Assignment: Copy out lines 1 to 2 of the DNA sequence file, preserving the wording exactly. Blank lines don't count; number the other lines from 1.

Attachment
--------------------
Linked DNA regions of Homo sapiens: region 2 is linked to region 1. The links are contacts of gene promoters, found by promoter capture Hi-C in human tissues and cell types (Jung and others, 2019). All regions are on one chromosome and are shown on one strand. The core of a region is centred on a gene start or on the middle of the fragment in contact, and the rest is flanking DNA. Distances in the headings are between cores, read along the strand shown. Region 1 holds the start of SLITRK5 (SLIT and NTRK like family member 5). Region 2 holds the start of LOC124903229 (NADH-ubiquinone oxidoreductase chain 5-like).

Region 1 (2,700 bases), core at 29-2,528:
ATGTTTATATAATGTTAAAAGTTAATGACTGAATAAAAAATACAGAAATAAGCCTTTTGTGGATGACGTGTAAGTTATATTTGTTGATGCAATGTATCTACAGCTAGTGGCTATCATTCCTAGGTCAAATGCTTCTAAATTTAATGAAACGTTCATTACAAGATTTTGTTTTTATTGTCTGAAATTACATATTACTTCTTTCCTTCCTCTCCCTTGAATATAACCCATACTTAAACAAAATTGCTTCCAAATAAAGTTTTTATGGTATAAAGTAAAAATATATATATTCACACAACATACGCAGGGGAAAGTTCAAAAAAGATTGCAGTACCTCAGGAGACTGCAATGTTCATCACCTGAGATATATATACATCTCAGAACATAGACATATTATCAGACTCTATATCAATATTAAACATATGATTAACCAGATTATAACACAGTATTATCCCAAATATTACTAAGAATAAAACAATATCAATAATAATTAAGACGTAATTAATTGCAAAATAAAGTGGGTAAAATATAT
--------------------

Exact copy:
Linked DNA regions of Homo sapiens: region 2 is linked to region 1. The links are contacts of gene promoters, found by promoter capture Hi-C in human tissues and cell types (Jung and others, 2019). All regions are on one chromosome and are shown on one strand. The core of a region is centred on a gene start or on the middle of the fragment in contact, and the rest is flanking DNA. Distances in the headings are between cores, read along the strand shown. Region 1 holds the start of SLITRK5 (SLIT and NTRK like family member 5). Region 2 holds the start of LOC124903229 (NADH-ubiquinone oxidoreductase chain 5-like).

Region 1 (2,700 bases), core at 29-2,528: